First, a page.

Venezuela entered a fifth day of violent protests yesterday (10 April), as its president travelled to Cuba to seek support from fellow leftist leaders. The EU expressed concern over the escalating tensions and called on all parties to find common ground and end the violence.
In the latest clashes in the once-booming oil exporter, riot police in Caracas fired tear gas at stone-throwing demonstrators – whose leaders vowed not to let up the pressure on President Nicolas Maduro.
ATENCIÓN Quien está del lado de la violencia? PNB y GNB atacan al pueblo lanzando lacrimógenas de helicóptero sin importarles la vida pic.twitter.com/O9kw2O5gHu
— Stalin González (@stalin_gonzalez) April 10, 2017
“This is a battle of resistance. We will see who gets tired first: us of fighting, or them of repressing,” said the deputy speaker of the opposition-majority congress, Freddy Guevara.
The streets of Caracas and several other Venezuelan cities have been the scene of running battles in recent days.
Police deployed water cannons and fired tear gas and rubber bullets at demonstrators, who hurled rocks and Molotov cocktails.
— Diario Contraste (@DiarioContraste) April 10, 2017
Yesterday (10 April), several patients including a newborn baby had to be evacuated from a medical clinic in the Las Mercedes district after it was struck by tear gas canisters, a doctor there told reporters.
One protester was killed on Thursday (6 April). Dozens of people have been wounded or arrested.
Este joven trasladado al Hospital Domingo Luciani. A esta hora 3:25 pm está siendo atendido en emergencias con traumatismo de cráneo pic.twitter.com/DcW7bzg8Y1
— Gerardo Blyde (@GerardoBlyde) April 10, 2017
‘Mother of all marches’
Maduro is fighting efforts to force him from power over an economic crisis marked by severe shortages and the world’s highest inflation.
His popularity, already pummeled by the three-year recession, sank further last week when he and his allies sought to tighten their grip with two Supreme Court rulings that stripped the legislature’s power.
The court later reversed the rulings amid an outcry.
But the crisis only deepened Friday (7 April) when authorities banned senior opposition figure Henrique Capriles from holding public office.
That blocks Capriles, who narrowly lost the 2013 presidential election to Maduro, from running against him next year.
The European External Action Service issued a statement stressing that the Venezuelan people has the right to peacefully demonstrate and to see the political conflict immediately solved.
“Heavily sanctioning the opposition – most recently an opposition politician Henrique Capriles Radonski who was banned from political life for 15 years – does not help to lower the unrest and the tensions in the country”, the statement says.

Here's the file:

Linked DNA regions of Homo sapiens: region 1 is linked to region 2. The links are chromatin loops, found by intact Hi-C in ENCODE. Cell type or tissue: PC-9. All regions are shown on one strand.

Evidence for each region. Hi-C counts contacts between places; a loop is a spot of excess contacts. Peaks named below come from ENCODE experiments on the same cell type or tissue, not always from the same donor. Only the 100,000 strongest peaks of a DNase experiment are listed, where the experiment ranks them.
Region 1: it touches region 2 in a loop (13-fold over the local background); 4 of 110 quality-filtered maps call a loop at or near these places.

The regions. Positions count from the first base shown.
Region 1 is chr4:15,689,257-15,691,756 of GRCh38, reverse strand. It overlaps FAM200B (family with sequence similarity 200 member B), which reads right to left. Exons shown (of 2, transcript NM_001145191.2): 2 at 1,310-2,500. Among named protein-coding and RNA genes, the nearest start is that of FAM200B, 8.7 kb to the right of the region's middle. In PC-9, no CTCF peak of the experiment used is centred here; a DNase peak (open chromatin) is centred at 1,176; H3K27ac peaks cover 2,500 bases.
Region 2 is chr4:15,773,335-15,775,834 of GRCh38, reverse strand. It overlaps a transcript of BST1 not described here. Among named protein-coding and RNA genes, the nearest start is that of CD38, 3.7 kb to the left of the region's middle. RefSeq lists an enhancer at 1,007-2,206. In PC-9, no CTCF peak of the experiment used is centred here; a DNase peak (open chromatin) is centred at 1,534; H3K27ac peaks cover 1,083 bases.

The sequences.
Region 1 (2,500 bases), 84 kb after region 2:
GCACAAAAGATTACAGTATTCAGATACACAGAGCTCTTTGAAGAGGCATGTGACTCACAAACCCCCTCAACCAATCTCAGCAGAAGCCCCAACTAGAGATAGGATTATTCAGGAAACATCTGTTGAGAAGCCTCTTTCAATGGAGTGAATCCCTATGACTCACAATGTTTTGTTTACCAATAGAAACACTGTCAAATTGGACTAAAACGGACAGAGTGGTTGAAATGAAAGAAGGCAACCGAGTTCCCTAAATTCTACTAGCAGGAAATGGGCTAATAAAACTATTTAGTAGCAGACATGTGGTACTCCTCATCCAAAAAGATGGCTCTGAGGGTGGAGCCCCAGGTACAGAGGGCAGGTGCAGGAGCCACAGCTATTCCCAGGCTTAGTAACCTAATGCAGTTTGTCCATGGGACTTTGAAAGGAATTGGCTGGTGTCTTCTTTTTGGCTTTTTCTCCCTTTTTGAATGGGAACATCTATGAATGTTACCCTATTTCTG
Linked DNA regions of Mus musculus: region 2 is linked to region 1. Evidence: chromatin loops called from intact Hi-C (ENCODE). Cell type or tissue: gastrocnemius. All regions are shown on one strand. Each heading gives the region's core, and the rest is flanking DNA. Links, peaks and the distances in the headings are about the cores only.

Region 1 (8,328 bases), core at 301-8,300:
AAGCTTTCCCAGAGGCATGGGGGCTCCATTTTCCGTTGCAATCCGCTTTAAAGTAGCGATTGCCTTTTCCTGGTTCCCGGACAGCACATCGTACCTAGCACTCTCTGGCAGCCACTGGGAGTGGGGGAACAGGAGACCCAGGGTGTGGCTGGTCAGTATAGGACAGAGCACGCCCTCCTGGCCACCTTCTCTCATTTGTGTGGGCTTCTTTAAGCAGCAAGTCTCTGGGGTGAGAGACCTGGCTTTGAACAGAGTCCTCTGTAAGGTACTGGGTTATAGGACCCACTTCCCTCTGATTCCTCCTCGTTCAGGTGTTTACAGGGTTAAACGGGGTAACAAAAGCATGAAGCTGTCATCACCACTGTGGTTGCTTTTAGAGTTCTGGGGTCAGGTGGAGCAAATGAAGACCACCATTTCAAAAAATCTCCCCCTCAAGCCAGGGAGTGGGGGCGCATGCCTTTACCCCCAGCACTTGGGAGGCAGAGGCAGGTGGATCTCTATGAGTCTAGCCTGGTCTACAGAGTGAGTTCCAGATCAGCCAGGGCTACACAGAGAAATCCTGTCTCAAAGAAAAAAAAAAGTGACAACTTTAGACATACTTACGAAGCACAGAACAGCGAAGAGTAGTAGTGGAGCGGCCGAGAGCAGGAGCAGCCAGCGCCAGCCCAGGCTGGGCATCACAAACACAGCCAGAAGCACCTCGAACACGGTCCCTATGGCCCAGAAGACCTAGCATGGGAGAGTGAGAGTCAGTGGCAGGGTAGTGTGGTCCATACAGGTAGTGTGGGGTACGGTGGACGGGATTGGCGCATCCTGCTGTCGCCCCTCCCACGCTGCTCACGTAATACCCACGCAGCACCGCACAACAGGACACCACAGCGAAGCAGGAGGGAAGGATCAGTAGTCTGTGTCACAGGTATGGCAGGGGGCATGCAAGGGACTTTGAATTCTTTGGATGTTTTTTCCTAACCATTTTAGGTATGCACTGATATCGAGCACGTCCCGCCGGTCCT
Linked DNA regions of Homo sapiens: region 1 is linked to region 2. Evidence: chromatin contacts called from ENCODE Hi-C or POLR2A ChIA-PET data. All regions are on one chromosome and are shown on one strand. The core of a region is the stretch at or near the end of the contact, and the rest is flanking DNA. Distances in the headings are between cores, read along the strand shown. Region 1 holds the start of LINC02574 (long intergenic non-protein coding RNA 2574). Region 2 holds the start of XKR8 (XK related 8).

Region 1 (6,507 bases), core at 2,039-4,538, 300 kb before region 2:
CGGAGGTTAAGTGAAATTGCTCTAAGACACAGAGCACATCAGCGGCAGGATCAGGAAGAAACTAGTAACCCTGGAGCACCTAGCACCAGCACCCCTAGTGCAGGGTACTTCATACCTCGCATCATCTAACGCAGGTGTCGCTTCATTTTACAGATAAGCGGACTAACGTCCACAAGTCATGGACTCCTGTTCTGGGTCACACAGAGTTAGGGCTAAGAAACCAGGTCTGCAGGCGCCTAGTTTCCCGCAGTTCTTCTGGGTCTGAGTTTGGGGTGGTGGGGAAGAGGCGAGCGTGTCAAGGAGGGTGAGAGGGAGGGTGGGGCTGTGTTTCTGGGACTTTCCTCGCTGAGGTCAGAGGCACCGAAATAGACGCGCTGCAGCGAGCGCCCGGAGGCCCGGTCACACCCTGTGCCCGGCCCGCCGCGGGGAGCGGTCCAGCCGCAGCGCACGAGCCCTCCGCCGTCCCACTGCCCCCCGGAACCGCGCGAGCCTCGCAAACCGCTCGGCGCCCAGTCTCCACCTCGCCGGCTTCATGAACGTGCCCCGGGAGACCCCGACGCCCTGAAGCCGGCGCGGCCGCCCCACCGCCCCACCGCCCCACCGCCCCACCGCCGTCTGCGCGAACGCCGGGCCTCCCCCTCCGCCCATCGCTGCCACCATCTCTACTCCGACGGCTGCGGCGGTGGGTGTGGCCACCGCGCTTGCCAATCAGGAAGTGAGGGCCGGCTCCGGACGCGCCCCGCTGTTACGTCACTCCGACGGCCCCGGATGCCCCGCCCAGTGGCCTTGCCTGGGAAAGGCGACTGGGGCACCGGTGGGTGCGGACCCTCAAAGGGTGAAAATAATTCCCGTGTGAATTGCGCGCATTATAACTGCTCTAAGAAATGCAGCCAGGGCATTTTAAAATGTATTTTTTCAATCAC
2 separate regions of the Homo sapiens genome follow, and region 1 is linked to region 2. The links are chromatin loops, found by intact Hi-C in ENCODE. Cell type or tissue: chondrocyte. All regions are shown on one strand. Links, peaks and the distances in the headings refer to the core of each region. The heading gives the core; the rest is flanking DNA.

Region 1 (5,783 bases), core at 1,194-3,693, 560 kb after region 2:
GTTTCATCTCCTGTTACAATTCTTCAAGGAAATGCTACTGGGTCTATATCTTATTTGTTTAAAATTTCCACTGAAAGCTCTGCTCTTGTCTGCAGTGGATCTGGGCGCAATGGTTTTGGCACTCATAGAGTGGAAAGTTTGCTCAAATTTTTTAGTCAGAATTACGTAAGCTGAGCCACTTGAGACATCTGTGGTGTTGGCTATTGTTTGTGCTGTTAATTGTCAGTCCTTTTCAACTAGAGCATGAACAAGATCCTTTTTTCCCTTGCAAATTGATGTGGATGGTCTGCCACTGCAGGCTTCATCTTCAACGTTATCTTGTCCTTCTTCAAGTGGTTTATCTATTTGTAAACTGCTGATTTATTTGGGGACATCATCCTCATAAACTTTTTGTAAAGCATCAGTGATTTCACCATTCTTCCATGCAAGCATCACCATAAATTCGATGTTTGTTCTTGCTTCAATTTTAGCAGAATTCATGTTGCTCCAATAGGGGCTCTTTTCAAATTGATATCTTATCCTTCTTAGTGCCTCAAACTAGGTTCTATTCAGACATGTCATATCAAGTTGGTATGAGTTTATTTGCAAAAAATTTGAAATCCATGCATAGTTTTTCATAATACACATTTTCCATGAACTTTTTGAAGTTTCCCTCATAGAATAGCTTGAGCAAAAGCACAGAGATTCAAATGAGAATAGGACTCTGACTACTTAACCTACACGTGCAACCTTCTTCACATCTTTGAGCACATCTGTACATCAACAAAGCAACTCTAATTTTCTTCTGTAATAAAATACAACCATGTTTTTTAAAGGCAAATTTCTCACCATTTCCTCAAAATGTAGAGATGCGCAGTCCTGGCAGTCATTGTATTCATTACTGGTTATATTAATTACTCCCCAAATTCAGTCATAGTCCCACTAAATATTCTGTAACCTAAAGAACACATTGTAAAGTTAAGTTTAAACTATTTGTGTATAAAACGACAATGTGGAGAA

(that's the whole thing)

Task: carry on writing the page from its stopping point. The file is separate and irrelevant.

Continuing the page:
— #VOTOPORVZLA (@VotoPorVzla) April 10, 2017
El Bravo PUEBLO!Un país exigiendo respeto a la Constitución!Vamos Venezuela 🇻🇪 Se les van a acabar las bombas! pic.twitter.com/DOMDvazG66
— Henrique Capriles R. (@hcapriles) April 10, 2017
Capriles said on Twitter that his party headquarters was set on fire during clashes on Sunday.
The opposition is planning what Guevara called the “mother of all protest marches” on 19 April against Maduro.
Maduro’s supporters also announced they would stage a major march that day in central Caracas.
Protesters want elections, food
The opposition’s demands include that authorities set a date for gubernatorial elections that have been postponed indefinitely.
Maduro said Sunday he was “eager” for the elections to go ahead so he could “hand a defeat to those people… so that they will stop the rioting and violence.”
Guevara called the president a “liar.”
“He knows he would lose” any election, the senior opposition lawmaker told AFP.
Protester Alejandro Navas, a law student, said he was in the streets to demand elections at every level, including presidential.
“We want elections, not because Maduro feels like it, but because Venezuela needs them,” he said.
Fellow demonstrator Carolina Moreno, a 39-year-old unemployed woman, said she was simply protesting for food.
“They give you one miserable bag of food a month,” she told AFP – a reference to the government’s subsidised food program for poor neighborhoods.
Maduro was meanwhile in Havana for a meeting of foreign ministers of the leftist ALBA bloc, a Latin American group co-founded by his late mentor, Hugo Chávez.
— Prensa Presidencial (@PresidencialVen) April 10, 2017
Bolivia, Cuba, Ecuador, Nicaragua and several Caribbean countries were expected to issue a statement of support for Maduro at the meeting.
Gobierno del Perú deplora la ilegal Inhabilitación contra Henrique Capriles por 15 años; y condena el atentado a la sede de Primero Justicia pic.twitter.com/mOeyqycx3i
— Jorge del Castillo (@JorgeDCG) April 10, 2017
— Cancillería Chile 🇨🇱 (@Minrel_Chile) April 10, 2017
Costa Rica hace con vehemencia un llamado para que se deje sin efecto la proscripción política del Gobernador Capriles.
— CRcancilleria (@CRcancilleria) April 10, 2017
But the group’s influence has waned along with that of Venezuela, whose economy has been devastated by the drop in global oil prices since 2014.
The secretary general of the Organisation of American States, Luis Almagro – a prominent critic of Maduro – also took his latest shot at the president.
“For the stability of this region, Venezuela needs a legitimate government,” he said during a visit to Brazil.